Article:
The device may be installed on the pipes to be connected as is evident from the relative positions shown in Figs. 1 and 2 and as described. The pipes 1 and 2 should be cut off so that their extreme ends will be spaced substantially in the relative positions no greater than the length of the connector in its assembled relation, shown in Fig. 1. Then upon relatively adjusting the members 5 and 6 lengthwise, these are threaded onto the pipe ends simultaneously or alternately with the axial adjustment of the members. If any difficulty be encountered in starting the second threads, the first threads may be backed off sufficiently until the second thread is started or the sections moved slightly lengthwise. This starting adjustment may be done by hand without requiring a wrench. When both threads have been started, opposing wrenches may be applied on the collars 7 and 8 and the expanding action continued until the connection reaches the tight position illustrated in Fig. 3.
Fig. 2 shows the parts partly expanded with the seal beginning to tighten, and while a seal is provided between the surfaces 13 and 15, these may be expanded still further, as shown in Fig. 3. This additional expanding action is made possible without afiecting the sealing relation therebetween, since the relative diameters at 11 and 14 is much closer than is shown, and the female member 6 W111 expand and the male member contracts sufliciently to permit the relative endwise movement. The additional expanding action after sealing begins, takes care of the necessity for tightening at several points, including the connections with the pipes, while keeping the seal maintained throughout the extended adjustment, as shown in Fig. 3.
While the invention has been illustrated and described in one embodiment, it is recognized that variations and changes may be made therein without departing from the invention, except as specified in the claims.
1. A pipe connector comprising two substantially hollow tubular members with one of said members telescoped in the other, said members being initially in contracted relation for interposition between adjacent ends of aligned pipes for expansion lengthwise into engagement with said pipe ends, each of said members having a threaded opening at one end thereof in coaxial alignment with the opening in the other member to receive one of said pipe ends, one member having an enlarged external threaded portion of uniform diameter adjacent its other end, an external threaded reduced portion of uniform diameter adjacent its said one end, an intermediate external threaded portion tapering in diameter from said enlarged threaded end and connected with said reduced threaded portion, said other member having an enlarged internal threaded portion of uniform diameter adjacent its said one end, a reduced internal threaded portion of uniform diameter adjacent its other end, and an intermediate internal threaded portion tapering in diameter from said enlarged internal threaded portion and con nected with said reduced threaded portion, said members in their assembled contracted relation having their respective threaded, enlarged, tapering and reduced portions in engagement, and said members when in expanded relation to effect a connection with said pipe ends having the enlarged threaded portion of said one member in engagement with said reduced threaded portion of said other member, said threaded portions of said members having the same pitch and hand.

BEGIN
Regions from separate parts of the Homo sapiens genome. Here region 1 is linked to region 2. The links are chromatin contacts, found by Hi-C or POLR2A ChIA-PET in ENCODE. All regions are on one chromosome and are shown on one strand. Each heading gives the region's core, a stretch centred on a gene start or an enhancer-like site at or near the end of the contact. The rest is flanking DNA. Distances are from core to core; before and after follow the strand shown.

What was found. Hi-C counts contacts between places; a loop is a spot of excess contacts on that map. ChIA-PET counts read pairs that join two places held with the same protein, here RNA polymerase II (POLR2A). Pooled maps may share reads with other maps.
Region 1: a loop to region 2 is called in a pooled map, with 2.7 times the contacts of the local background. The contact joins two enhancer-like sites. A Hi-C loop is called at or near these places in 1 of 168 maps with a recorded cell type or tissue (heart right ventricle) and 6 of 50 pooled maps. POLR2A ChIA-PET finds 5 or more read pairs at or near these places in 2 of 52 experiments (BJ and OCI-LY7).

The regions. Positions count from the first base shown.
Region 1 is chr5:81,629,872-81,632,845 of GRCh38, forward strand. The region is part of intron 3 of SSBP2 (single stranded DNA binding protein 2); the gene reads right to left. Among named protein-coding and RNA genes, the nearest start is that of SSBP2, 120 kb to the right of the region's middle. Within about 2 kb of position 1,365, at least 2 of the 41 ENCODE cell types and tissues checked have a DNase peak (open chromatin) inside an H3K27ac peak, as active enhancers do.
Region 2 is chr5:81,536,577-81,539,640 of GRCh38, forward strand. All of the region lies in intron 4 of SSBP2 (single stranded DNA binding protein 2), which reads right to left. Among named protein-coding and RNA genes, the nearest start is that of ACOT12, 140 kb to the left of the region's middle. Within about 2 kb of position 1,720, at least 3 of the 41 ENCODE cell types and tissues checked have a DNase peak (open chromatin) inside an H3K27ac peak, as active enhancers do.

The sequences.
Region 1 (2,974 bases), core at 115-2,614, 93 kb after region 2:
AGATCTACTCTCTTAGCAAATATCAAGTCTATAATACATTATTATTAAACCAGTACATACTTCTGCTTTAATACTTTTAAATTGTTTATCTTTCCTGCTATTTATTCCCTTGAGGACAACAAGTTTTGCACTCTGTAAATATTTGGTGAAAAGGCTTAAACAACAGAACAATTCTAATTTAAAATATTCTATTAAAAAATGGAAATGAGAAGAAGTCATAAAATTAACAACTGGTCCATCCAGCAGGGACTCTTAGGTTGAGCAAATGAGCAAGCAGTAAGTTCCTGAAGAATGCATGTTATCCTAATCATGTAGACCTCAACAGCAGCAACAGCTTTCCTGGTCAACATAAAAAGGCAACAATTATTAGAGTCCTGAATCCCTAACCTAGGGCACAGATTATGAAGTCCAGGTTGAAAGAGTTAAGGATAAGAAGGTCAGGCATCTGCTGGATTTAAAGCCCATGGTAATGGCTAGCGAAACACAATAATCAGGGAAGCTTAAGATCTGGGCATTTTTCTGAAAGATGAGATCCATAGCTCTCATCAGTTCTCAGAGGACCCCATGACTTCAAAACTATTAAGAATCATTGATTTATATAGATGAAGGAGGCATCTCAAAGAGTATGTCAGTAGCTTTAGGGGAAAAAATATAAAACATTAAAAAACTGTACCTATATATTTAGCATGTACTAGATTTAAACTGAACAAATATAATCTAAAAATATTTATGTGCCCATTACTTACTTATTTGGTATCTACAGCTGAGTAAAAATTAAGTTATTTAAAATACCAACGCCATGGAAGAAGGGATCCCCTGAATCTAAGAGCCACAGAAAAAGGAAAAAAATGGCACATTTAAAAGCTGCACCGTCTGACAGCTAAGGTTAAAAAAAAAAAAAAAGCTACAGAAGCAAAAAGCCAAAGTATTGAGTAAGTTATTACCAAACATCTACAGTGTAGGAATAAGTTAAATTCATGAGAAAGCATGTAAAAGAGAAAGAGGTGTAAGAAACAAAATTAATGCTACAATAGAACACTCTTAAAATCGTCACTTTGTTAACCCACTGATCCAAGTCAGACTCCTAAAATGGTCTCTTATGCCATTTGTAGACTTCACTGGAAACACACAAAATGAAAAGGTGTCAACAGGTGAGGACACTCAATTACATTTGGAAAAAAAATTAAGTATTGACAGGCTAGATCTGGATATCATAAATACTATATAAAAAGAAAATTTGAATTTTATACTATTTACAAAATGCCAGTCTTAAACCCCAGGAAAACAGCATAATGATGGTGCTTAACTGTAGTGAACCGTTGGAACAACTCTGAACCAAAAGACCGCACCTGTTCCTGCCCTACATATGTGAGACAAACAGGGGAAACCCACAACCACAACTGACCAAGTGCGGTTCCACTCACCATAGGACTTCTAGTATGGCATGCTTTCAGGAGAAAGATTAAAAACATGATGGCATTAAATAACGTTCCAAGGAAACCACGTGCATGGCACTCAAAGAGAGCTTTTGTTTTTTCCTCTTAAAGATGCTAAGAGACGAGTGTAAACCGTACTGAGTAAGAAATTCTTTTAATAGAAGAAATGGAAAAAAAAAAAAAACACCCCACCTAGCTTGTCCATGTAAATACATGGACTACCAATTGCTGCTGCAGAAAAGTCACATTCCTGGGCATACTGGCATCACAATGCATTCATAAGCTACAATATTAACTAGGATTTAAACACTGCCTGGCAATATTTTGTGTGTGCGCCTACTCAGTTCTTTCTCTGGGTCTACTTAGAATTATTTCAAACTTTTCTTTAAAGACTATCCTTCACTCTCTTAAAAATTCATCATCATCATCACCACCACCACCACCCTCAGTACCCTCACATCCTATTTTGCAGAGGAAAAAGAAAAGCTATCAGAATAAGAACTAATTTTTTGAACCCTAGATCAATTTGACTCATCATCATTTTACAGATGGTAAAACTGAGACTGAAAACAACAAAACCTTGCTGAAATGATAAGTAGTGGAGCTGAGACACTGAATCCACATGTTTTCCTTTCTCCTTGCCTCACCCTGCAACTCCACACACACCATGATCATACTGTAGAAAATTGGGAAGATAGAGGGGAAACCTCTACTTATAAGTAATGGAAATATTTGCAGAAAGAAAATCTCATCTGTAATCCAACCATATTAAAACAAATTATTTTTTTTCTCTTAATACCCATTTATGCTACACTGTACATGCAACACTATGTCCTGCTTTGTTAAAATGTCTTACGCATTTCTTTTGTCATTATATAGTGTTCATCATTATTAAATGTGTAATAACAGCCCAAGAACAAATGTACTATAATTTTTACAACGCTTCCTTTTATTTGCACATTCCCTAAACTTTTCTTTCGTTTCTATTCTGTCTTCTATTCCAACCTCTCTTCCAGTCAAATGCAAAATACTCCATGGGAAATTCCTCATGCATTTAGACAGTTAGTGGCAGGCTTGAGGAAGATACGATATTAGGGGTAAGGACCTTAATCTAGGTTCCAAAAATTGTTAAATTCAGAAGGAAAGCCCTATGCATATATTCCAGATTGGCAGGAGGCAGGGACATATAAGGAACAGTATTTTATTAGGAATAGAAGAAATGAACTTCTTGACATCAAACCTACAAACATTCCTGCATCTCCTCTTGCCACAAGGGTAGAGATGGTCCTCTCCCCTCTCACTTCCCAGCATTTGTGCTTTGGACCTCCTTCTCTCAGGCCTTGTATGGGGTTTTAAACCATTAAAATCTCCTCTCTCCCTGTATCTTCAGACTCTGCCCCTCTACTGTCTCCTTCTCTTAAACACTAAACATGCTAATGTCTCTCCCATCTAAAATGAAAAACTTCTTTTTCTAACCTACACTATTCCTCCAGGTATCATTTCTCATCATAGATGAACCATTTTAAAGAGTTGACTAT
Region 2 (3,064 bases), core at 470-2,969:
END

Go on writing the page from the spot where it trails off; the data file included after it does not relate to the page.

2. A pipe connector comprising two substantially hollow tubular members with one of said members telescoped in the other, said members being initially in contracted relation for interposition between adjacent ends of aligned pipes for expansion lengthwise into engagement with said pipe ends, each of said members having a threaded opening at one end thereof in coaxial alignment with the opening in the other member to receive one of said pipe ends, one member having an enlarged external threaded portion of uniform diameter adjacent its other end, and an external threaded portion tapering in diameter from said enlarged threaded end toward the other end thereof, and an external threaded portion of uniform diameter extending from said tapering portion to the last-mentioned end thereof, said other member having a reduced internal threaded portion of uniform diameter adjacent its outer end, and an internal threaded portion tapering from said internal reduced threaded portion and connecting therewith, and an internal threaded portion of uniform diameter extending from said internal tapering threaded portion to said one end, said first-mentioned external threaded portion of enlarged uniform diameter being of larger diameter than the first-mentioned reduced threaded portion of the other member for force-fit therebetween, said members when in expanded relation to effect the connection between said pipes having said enlarged threaded portion of said one member in engagement with said internal reduced threaded portion of said other member, said threaded portions of said members having the same pitch and hand.
References Cited in the flle of this patent UNITED STATES PATENTS 139,203 Snow May 20, 1873 176,796 Martin May 2, 1876 205,712 Whitmarsh July 2, 1878 969,358 Goodall Sept. 6, 1910 1,957,784 Johnson May 8, 1934 2,467,079 Corlett Apr. 12, 1949 FOREIGN PATENTS 5,492 Great Britain Mar. 5, 1895 567,770 Great Britain Mar. 1, 1945